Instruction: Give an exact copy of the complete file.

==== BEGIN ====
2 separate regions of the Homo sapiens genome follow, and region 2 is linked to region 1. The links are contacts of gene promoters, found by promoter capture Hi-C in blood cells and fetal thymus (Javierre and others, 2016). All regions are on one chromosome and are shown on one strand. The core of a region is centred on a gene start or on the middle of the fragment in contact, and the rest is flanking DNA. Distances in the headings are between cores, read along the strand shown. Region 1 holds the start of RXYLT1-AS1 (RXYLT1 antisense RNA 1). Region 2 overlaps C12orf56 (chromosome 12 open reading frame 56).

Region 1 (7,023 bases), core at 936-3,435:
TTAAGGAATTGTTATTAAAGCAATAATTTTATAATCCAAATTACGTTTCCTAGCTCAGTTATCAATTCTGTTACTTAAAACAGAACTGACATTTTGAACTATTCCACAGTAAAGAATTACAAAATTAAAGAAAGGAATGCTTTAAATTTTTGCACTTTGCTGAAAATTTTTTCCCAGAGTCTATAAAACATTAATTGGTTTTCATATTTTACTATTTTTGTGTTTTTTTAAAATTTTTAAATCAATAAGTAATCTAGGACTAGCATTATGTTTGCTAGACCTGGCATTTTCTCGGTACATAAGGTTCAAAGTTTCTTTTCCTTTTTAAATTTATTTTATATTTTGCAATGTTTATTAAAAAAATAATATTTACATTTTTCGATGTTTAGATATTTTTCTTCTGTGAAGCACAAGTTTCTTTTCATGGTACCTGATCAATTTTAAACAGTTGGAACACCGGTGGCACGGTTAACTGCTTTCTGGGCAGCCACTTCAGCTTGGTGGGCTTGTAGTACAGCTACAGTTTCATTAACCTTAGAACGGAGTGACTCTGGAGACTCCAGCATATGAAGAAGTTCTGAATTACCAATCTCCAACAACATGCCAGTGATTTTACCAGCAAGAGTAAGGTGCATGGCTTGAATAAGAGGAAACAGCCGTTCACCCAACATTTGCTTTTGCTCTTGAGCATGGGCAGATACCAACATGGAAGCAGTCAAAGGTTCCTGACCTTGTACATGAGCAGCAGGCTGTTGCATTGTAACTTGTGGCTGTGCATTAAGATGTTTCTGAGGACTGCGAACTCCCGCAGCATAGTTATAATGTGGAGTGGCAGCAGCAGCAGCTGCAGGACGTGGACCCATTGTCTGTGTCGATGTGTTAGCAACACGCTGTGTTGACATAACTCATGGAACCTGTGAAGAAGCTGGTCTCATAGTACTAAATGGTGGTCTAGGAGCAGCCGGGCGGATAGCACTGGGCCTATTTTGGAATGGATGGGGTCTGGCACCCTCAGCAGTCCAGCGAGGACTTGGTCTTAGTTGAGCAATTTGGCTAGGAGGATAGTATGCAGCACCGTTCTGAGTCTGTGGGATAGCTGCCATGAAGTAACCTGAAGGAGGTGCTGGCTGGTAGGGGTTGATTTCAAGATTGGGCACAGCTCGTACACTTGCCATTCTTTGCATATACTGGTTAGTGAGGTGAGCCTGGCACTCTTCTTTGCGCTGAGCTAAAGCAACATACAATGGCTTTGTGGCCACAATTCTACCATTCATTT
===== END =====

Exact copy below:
2 separate regions of the Homo sapiens genome follow, and region 2 is linked to region 1. The links are contacts of gene promoters, found by promoter capture Hi-C in blood cells and fetal thymus (Javierre and others, 2016). All regions are on one chromosome and are shown on one strand. The core of a region is centred on a gene start or on the middle of the fragment in contact, and the rest is flanking DNA. Distances in the headings are between cores, read along the strand shown. Region 1 holds the start of RXYLT1-AS1 (RXYLT1 antisense RNA 1). Region 2 overlaps C12orf56 (chromosome 12 open reading frame 56).

Region 1 (7,023 bases), core at 936-3,435:
TTAAGGAATTGTTATTAAAGCAATAATTTTATAATCCAAATTACGTTTCCTAGCTCAGTTATCAATTCTGTTACTTAAAACAGAACTGACATTTTGAACTATTCCACAGTAAAGAATTACAAAATTAAAGAAAGGAATGCTTTAAATTTTTGCACTTTGCTGAAAATTTTTTCCCAGAGTCTATAAAACATTAATTGGTTTTCATATTTTACTATTTTTGTGTTTTTTTAAAATTTTTAAATCAATAAGTAATCTAGGACTAGCATTATGTTTGCTAGACCTGGCATTTTCTCGGTACATAAGGTTCAAAGTTTCTTTTCCTTTTTAAATTTATTTTATATTTTGCAATGTTTATTAAAAAAATAATATTTACATTTTTCGATGTTTAGATATTTTTCTTCTGTGAAGCACAAGTTTCTTTTCATGGTACCTGATCAATTTTAAACAGTTGGAACACCGGTGGCACGGTTAACTGCTTTCTGGGCAGCCACTTCAGCTTGGTGGGCTTGTAGTACAGCTACAGTTTCATTAACCTTAGAACGGAGTGACTCTGGAGACTCCAGCATATGAAGAAGTTCTGAATTACCAATCTCCAACAACATGCCAGTGATTTTACCAGCAAGAGTAAGGTGCATGGCTTGAATAAGAGGAAACAGCCGTTCACCCAACATTTGCTTTTGCTCTTGAGCATGGGCAGATACCAACATGGAAGCAGTCAAAGGTTCCTGACCTTGTACATGAGCAGCAGGCTGTTGCATTGTAACTTGTGGCTGTGCATTAAGATGTTTCTGAGGACTGCGAACTCCCGCAGCATAGTTATAATGTGGAGTGGCAGCAGCAGCAGCTGCAGGACGTGGACCCATTGTCTGTGTCGATGTGTTAGCAACACGCTGTGTTGACATAACTCATGGAACCTGTGAAGAAGCTGGTCTCATAGTACTAAATGGTGGTCTAGGAGCAGCCGGGCGGATAGCACTGGGCCTATTTTGGAATGGATGGGGTCTGGCACCCTCAGCAGTCCAGCGAGGACTTGGTCTTAGTTGAGCAATTTGGCTAGGAGGATAGTATGCAGCACCGTTCTGAGTCTGTGGGATAGCTGCCATGAAGTAACCTGAAGGAGGTGCTGGCTGGTAGGGGTTGATTTCAAGATTGGGCACAGCTCGTACACTTGCCATTCTTTGCATATACTGGTTAGTGAGGTGAGCCTGGCACTCTTCTTTGCGCTGAGCTAAAGCAACATACAATGGCTTTGTGGCCACAATTCTACCATTCATTT